# Schrodinger equation

(Redirected from Schrödinger's equation)

The Schrodinger equation is a linear differential equation used in various fields of physics to describe the time evolution of quantum states. It is the fundamental equation of non-relativistic quantum meachincs. The equation is named after its discoverer, Erwin Schrodinger.

## Mathematical forms

### General time-dependent form

The Schrodinger equation may generally be written



where

 is the imaginary unit
 is the reduced Planck's constant
 is the quantum mechanical state or wavefunction (expressed here in Dirac notation)
 is the Hamiltonian operator.

The left side of the equation describes how the wavefunction changes with time; the right side is related to its energy. For the simplest case of a particle of mass m moving in a one-dimensional potential V(x), the Schrodinger equation can be written



This can be expanded to give the three dimensional time dependent Schrodinger equation using the Laplacian operator, :



In this case, the wavefunction is .

### Derivation

The quickest and easiest way to derive Schrodinger's equation is to understand the Hamiltonian operator in quantum mechanics. In classical mechanics, the total energy of a system is given by



where p is the momentum of the particle and V(x) is its potential energy. Applying the quantum mechanical operator for momentum:



and subbing into the classical mechanical form for energy, we get the same Hamiltonian operator in quantum mechanics:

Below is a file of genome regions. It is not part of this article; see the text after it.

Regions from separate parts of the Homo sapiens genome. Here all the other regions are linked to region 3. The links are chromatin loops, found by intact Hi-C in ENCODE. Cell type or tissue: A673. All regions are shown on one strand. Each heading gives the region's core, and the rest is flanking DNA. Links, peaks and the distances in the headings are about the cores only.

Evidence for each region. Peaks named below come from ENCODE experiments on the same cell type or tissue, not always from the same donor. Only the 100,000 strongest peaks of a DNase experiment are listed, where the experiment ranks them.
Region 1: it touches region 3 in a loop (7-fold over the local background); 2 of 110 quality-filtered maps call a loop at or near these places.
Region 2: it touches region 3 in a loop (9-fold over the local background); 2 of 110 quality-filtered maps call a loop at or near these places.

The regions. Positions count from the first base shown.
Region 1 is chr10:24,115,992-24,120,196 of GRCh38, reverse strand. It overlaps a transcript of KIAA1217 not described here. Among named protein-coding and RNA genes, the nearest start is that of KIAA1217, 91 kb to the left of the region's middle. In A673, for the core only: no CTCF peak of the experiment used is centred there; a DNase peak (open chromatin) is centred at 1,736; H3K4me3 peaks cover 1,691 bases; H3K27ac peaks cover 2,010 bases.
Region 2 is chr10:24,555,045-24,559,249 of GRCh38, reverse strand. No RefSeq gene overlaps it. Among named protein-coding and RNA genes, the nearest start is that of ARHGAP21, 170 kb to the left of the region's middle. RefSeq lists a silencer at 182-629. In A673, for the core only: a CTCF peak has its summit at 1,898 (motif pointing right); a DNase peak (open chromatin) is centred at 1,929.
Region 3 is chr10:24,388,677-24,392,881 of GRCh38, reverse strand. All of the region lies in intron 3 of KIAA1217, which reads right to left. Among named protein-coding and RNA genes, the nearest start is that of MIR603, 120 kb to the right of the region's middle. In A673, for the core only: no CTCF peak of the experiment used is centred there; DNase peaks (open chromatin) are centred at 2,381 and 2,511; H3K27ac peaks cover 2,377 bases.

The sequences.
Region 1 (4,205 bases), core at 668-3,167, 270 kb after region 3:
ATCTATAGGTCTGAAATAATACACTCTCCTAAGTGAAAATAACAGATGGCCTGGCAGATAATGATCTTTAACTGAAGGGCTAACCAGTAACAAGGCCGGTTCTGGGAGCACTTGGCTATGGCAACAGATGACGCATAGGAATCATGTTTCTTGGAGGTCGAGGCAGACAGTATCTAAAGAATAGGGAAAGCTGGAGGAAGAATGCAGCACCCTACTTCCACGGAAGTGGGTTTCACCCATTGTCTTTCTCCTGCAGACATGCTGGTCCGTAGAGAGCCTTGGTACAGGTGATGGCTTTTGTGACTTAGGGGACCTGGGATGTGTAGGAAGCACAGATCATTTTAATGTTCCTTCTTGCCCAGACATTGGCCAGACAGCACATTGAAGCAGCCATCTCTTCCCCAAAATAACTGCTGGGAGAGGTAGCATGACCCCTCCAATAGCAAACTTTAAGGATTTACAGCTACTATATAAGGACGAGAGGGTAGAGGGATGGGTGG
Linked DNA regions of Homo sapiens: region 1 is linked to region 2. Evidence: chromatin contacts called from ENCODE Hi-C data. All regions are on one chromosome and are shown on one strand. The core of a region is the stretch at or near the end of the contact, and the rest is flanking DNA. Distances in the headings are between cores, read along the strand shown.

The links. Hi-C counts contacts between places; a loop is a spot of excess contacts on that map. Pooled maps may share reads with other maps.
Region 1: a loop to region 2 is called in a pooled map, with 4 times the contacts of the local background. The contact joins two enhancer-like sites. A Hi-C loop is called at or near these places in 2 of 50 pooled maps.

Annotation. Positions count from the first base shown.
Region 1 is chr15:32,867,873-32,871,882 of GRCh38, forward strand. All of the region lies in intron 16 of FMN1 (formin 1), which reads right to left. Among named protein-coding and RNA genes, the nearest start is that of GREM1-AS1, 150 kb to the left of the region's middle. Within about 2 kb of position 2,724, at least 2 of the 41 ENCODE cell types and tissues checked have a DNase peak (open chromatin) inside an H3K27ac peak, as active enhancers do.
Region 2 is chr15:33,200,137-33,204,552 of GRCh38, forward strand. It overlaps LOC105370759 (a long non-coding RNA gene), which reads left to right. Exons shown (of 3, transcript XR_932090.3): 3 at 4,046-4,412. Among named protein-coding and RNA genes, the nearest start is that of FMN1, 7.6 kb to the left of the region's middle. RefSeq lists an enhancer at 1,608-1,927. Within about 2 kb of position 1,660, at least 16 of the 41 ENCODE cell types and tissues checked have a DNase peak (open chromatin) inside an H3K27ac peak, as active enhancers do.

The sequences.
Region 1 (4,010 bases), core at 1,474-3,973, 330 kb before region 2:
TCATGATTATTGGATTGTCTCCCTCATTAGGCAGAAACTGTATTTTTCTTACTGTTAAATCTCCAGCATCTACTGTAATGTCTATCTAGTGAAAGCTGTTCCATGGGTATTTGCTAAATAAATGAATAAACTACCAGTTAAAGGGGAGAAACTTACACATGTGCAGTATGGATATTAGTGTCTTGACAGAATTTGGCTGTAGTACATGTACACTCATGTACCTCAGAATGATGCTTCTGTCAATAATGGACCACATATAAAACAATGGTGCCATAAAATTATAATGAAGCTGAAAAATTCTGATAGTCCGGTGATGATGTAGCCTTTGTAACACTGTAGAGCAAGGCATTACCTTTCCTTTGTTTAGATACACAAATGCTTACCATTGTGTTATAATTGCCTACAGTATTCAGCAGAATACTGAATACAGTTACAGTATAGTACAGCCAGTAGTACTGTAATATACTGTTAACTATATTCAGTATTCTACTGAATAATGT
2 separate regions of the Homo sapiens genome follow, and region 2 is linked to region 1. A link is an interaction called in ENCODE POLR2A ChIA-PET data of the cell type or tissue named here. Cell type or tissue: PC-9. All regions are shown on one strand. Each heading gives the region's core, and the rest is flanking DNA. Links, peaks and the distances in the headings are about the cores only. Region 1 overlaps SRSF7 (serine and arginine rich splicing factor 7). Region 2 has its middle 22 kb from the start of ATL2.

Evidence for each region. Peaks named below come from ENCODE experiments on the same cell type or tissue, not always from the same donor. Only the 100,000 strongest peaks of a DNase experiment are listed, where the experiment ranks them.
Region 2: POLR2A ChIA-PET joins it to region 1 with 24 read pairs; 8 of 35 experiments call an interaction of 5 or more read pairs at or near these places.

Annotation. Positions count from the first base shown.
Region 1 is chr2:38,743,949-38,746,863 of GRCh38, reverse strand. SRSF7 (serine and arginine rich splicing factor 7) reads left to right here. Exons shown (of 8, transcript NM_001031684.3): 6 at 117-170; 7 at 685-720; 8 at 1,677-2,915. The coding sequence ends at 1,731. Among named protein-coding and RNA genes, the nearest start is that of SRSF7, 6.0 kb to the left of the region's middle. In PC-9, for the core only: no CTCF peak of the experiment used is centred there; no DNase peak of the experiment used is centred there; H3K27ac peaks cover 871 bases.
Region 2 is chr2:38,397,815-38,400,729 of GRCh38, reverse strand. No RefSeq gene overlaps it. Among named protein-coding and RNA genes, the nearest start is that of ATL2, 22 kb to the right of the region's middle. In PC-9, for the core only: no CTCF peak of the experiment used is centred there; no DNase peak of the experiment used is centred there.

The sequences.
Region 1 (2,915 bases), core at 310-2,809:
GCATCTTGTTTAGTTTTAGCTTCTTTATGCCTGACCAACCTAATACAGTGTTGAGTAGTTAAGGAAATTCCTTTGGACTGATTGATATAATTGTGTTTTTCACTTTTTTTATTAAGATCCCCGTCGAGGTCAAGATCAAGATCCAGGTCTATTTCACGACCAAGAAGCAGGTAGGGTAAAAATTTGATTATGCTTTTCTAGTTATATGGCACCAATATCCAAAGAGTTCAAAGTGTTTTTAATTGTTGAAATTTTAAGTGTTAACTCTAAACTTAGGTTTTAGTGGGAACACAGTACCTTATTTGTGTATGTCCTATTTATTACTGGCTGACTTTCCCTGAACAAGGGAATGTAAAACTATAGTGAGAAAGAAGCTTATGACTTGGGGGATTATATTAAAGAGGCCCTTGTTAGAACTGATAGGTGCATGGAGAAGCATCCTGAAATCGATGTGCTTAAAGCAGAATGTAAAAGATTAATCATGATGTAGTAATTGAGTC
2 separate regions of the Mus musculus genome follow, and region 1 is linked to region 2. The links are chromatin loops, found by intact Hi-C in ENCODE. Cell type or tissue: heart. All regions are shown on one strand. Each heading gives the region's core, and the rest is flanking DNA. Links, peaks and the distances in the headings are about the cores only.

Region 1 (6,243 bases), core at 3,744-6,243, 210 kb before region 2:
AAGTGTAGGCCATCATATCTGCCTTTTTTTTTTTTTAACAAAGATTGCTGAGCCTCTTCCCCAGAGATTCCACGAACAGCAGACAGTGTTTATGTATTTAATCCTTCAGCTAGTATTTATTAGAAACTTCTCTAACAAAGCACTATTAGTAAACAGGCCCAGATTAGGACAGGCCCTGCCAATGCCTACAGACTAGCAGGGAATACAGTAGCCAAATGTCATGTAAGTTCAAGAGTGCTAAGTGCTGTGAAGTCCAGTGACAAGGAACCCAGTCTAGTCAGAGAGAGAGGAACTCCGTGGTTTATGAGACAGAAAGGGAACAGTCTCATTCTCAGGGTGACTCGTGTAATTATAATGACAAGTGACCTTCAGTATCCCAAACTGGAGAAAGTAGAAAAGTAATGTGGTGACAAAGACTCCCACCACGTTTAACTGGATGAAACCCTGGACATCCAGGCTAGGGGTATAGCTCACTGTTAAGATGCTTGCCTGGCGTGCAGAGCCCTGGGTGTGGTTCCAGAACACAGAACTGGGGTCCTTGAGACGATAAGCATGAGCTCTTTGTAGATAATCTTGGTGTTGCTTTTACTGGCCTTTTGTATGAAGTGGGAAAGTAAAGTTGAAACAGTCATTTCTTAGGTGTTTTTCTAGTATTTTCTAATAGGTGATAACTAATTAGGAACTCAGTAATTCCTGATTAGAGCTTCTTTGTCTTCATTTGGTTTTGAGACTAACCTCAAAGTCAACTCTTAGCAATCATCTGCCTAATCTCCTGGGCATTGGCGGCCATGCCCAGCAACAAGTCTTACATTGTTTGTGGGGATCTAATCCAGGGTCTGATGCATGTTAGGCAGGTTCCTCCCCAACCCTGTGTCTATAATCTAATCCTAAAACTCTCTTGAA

from which Schrodinger's equation and the eigenvalue problem  can be easily seen.

### Time-independent Schrodinger Equation

The wavefunction is a multi-variable function, that is to say it depends on both time and space. Suppose that we have a function only in terms of space, . We can write the full wavefunction as  for a state of definite energy. This type of state is also know as a "stationary state" as the probability distribution for this type of wavefunction over time is constant (see below). Substituting this wavefunction into the Schrodinger equation:



Cancelling the factor of  results in a differential equation that only depends on . This is the time-independent Schrodinger equation:



 is often called the "wavefunction", though strictly speaking it is  that is the wavefunction.

### Solutions to the Schrodinger Equation

Solutions to the Schrodinger equation are known as "wavefunctions". However, for a solution to be physically valid, two conditions must be imposed on these solutions. These are that both the wavefunction and its first derivative must be continuous. Wavefunctions may be real or complex.

Since the Schrodinger equation is linear, if  and  are solutions, then  is also a solution.

### Eigenvalue problems

In many instances, steady-state solutions to the equation are of great interest. Physically, these solutions correspond to situations in which the wavefunction has a well-defined energy. The energy is then said to be an eigenvalue for the equation, and the wavefunction corresponding to that energy is called an eigenfunction or eigenstate. In such cases, the Schrodinger equation is time-independent and is often written



Here, E is energy, H is once again the Hamiltonian operator, and  is the energy eigenstate for E.

One example of this type of eigenvalue problem is an electrons bound inside an atom.

### Interpretation of the Wavefunction